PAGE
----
FDA Panel Urging Reduced Acetaminophen Dosing

Panel recommendation in light of hepatic injury, mortality concerns
By Cynthia Haines, MD
HealthDay Reporter

TUESDAY, June 30 (HealthDay News) -- A panel of U.S. health advisors has recommended changes in the dosing and availability of over-the-counter and prescription acetaminophen due to risks of severe liver damage or death. The recommendations follow a report issued by the U.S. Food and Drug Administration (FDA) last month.

The FDA advisory panel voted 21 to 16 in favor of lowering the maximum daily dose of nonprescription acetaminophen, currently set at 4 grams, and voted 24 to 13 in favor of reducing the maximum single dose of acetaminophen to 650 mg from 1000 mg. The panel also voted in favor (26 to 11) of making 1000 mg doses of acetaminophen available by prescription only.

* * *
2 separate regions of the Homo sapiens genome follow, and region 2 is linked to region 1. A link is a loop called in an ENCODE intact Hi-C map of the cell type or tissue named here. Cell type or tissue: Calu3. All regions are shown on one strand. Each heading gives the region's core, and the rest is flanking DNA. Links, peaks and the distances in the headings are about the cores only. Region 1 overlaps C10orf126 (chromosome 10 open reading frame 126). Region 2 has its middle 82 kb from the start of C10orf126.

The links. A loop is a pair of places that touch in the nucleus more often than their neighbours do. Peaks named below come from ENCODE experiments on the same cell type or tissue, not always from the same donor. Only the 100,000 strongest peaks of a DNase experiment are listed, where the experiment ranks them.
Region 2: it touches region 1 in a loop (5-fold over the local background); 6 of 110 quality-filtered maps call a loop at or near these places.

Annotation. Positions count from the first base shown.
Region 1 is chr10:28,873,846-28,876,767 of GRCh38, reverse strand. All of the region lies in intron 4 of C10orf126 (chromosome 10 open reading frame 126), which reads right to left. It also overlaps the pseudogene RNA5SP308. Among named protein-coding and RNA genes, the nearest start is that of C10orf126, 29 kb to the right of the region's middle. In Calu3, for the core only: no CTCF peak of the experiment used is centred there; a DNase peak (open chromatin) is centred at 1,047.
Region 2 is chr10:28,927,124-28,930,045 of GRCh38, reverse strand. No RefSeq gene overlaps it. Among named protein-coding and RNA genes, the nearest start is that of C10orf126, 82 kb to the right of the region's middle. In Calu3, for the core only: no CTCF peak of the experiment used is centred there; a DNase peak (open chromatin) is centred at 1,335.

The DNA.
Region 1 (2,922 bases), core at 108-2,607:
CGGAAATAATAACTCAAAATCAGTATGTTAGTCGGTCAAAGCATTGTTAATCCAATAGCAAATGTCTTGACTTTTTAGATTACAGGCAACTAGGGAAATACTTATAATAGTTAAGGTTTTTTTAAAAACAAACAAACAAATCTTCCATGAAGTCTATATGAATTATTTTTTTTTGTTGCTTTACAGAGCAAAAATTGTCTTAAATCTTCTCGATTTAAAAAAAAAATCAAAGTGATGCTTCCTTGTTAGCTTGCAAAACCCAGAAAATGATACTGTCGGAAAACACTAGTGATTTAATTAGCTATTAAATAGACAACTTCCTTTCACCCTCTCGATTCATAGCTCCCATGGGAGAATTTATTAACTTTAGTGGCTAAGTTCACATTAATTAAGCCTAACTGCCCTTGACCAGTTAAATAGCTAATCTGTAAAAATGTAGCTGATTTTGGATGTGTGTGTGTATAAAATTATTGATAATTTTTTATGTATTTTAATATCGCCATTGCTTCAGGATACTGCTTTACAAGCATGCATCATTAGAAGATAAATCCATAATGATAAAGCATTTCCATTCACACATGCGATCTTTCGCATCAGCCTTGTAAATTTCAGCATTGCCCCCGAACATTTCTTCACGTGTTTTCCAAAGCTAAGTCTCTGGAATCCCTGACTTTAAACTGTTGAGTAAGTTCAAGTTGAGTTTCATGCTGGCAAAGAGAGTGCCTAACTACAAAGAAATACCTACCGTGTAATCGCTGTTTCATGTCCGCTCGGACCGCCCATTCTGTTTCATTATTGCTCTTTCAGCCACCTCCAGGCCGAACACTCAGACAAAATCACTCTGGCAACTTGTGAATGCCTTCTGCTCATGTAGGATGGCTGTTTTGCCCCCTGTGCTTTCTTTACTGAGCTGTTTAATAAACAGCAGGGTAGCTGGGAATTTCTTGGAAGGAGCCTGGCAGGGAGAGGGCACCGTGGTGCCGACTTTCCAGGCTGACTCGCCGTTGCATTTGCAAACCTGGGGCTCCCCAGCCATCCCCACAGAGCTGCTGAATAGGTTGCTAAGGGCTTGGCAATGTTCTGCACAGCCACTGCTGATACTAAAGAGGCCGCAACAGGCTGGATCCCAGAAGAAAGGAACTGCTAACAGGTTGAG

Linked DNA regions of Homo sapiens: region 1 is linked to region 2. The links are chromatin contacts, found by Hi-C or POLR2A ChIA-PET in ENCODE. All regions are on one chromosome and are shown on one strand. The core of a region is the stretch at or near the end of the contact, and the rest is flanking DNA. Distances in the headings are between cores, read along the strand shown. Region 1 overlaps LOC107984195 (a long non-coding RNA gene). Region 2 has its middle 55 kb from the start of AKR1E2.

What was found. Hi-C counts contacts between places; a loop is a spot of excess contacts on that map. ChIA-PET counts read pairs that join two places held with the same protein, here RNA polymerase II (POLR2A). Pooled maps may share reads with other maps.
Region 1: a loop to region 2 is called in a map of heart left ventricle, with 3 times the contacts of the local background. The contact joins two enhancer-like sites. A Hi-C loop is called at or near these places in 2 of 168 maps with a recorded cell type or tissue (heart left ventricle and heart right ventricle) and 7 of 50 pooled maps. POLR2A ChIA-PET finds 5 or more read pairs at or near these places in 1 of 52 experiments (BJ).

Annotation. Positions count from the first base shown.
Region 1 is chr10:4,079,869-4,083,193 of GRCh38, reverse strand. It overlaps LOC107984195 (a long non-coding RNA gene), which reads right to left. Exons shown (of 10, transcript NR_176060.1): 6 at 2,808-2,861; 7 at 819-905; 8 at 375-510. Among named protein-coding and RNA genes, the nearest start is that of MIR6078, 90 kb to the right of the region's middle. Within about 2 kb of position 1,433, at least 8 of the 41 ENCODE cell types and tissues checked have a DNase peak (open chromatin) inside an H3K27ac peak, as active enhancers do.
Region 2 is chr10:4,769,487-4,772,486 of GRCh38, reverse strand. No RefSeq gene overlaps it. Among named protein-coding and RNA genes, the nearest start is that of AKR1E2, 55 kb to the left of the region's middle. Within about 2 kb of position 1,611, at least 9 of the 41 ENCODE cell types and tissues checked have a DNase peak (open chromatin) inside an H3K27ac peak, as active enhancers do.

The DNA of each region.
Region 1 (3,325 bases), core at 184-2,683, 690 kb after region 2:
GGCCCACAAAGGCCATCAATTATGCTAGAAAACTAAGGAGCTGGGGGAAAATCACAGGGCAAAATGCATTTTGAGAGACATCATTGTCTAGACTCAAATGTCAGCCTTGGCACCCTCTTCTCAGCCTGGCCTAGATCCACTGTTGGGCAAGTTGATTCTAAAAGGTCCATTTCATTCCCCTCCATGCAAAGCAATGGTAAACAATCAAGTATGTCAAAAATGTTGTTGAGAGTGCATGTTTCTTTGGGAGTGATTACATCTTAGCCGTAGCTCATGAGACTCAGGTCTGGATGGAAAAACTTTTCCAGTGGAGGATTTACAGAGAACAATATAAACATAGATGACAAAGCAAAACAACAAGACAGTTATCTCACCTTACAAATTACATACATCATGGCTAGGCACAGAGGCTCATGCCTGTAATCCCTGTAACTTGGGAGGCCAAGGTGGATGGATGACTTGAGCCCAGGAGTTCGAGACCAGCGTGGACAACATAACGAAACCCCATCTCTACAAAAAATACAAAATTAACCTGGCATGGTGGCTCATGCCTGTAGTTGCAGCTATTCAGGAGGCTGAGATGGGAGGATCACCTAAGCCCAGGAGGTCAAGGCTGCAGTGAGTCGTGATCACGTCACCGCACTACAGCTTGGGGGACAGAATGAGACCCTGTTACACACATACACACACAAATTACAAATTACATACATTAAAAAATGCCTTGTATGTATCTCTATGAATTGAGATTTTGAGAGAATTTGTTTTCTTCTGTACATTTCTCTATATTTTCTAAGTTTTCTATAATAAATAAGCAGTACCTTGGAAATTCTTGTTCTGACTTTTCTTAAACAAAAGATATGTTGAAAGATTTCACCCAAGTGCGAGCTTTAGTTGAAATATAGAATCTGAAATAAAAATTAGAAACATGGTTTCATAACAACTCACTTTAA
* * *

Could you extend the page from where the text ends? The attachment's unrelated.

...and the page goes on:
The panel voted against implementing additional safety restrictions for over-the-counter products containing acetaminophen, such as NyQuil or Theraflu, but voted in favor of removing prescription products that combine acetaminophen and an opiate.

"I think the top recommendation of this committee was that the agency needs to do something to address and decrease the usual dose of acetaminophen, both for over-the-counter products and also prescription combination products," Sandra L. Kweder, M.D., deputy director of the FDA's Office of New Drugs at the Center for Drug Evaluation and Research in Silver Spring, Md., said in a press briefing.

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